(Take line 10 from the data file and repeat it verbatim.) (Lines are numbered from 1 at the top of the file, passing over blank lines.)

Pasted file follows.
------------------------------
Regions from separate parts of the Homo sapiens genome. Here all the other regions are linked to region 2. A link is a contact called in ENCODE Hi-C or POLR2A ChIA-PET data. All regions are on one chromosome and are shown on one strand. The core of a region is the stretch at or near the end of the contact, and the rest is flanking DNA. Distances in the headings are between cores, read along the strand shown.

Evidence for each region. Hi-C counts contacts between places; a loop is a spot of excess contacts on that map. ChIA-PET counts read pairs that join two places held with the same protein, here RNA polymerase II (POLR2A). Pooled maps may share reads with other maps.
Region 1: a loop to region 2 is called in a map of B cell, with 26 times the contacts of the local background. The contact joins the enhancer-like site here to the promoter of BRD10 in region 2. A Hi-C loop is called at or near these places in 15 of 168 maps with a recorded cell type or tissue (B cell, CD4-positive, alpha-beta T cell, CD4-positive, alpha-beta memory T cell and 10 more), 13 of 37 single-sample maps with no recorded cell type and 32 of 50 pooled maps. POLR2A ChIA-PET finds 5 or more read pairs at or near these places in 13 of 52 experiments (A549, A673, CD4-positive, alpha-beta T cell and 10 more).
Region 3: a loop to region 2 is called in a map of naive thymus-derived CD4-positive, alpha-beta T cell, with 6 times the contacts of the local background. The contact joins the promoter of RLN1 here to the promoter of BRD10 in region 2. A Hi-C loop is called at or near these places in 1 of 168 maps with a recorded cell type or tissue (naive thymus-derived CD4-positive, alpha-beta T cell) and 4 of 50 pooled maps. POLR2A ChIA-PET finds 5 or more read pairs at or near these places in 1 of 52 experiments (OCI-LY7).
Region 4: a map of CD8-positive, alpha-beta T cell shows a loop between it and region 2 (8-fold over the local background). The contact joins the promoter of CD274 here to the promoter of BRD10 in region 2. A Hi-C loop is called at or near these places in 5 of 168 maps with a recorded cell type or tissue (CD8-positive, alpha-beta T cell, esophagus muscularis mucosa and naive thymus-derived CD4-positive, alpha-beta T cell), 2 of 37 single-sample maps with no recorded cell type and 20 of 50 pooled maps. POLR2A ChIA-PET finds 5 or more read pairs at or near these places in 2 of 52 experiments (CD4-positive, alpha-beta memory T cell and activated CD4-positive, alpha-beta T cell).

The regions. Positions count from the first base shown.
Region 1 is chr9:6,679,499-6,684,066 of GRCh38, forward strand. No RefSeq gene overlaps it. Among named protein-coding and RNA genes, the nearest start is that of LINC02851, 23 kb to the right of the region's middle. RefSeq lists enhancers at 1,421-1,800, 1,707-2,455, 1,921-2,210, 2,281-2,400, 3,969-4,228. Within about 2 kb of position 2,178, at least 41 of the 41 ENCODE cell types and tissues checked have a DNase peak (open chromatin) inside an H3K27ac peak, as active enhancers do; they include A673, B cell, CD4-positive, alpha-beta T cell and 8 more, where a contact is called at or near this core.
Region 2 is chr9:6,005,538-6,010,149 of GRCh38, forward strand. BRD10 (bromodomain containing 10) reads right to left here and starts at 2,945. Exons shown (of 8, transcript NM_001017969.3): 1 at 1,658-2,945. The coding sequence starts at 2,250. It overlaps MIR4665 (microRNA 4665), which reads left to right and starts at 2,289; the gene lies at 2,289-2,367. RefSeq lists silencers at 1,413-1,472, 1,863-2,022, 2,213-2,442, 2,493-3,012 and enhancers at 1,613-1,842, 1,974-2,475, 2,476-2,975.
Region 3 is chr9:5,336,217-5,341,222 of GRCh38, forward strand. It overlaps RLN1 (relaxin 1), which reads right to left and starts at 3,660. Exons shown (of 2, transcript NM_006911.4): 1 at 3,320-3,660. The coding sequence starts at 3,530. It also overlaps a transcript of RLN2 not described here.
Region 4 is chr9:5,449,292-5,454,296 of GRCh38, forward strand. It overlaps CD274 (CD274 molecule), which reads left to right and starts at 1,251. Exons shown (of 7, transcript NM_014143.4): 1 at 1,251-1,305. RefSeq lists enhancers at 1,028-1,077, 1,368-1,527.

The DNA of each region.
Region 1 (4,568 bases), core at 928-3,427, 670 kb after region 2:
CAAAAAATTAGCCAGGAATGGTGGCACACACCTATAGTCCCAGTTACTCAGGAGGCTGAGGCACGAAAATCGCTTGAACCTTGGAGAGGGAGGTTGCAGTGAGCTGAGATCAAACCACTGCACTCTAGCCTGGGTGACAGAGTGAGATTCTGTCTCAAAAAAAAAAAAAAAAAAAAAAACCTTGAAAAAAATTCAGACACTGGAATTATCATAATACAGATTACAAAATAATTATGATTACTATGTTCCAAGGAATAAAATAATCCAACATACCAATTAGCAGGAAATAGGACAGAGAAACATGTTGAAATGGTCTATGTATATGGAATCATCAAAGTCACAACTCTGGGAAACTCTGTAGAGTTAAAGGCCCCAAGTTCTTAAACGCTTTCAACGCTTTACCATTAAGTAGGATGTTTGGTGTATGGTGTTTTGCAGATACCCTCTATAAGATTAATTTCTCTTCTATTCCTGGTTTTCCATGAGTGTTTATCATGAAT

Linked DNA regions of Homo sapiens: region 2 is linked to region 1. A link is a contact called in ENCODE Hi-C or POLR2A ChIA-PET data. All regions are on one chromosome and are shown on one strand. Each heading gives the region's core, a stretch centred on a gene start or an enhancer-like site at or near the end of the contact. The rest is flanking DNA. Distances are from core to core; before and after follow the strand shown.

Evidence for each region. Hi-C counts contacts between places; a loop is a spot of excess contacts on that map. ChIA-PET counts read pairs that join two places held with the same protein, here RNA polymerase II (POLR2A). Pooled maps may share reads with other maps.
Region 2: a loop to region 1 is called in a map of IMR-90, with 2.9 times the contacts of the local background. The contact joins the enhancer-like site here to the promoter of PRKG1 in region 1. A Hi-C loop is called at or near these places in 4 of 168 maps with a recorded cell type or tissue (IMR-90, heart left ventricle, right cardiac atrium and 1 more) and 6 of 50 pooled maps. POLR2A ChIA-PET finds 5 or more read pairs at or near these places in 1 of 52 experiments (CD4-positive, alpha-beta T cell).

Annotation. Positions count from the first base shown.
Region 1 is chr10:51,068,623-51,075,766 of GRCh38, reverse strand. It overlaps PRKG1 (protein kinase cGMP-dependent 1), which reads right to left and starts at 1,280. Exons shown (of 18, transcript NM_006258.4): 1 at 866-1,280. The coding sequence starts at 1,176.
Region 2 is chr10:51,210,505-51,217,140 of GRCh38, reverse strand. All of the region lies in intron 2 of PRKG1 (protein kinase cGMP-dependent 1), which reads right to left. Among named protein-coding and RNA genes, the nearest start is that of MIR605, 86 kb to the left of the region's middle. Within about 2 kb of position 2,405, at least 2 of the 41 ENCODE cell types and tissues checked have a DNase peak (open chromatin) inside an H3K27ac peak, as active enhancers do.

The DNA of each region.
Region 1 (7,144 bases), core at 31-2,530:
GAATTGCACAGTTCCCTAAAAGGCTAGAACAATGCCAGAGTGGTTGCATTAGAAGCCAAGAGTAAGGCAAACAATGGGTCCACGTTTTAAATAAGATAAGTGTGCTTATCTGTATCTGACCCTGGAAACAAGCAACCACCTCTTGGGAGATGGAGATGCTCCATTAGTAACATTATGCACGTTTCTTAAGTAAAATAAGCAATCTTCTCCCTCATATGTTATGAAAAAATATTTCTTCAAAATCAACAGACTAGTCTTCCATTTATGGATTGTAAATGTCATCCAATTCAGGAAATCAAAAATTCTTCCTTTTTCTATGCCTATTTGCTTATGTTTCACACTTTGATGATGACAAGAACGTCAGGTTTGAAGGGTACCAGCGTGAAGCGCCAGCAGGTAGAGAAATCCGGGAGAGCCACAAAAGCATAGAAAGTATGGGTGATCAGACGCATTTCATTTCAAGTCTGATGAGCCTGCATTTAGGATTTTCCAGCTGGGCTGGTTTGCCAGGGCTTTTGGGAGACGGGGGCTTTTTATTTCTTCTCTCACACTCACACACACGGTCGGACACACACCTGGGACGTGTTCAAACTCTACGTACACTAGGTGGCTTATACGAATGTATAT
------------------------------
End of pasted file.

Region 4 is chr9:5,449,292-5,454,296 of GRCh38, forward strand. It overlaps CD274 (CD274 molecule), which reads left to right and starts at 1,251. Exons shown (of 7, transcript NM_014143.4): 1 at 1,251-1,305. RefSeq lists enhancers at 1,028-1,077, 1,368-1,527.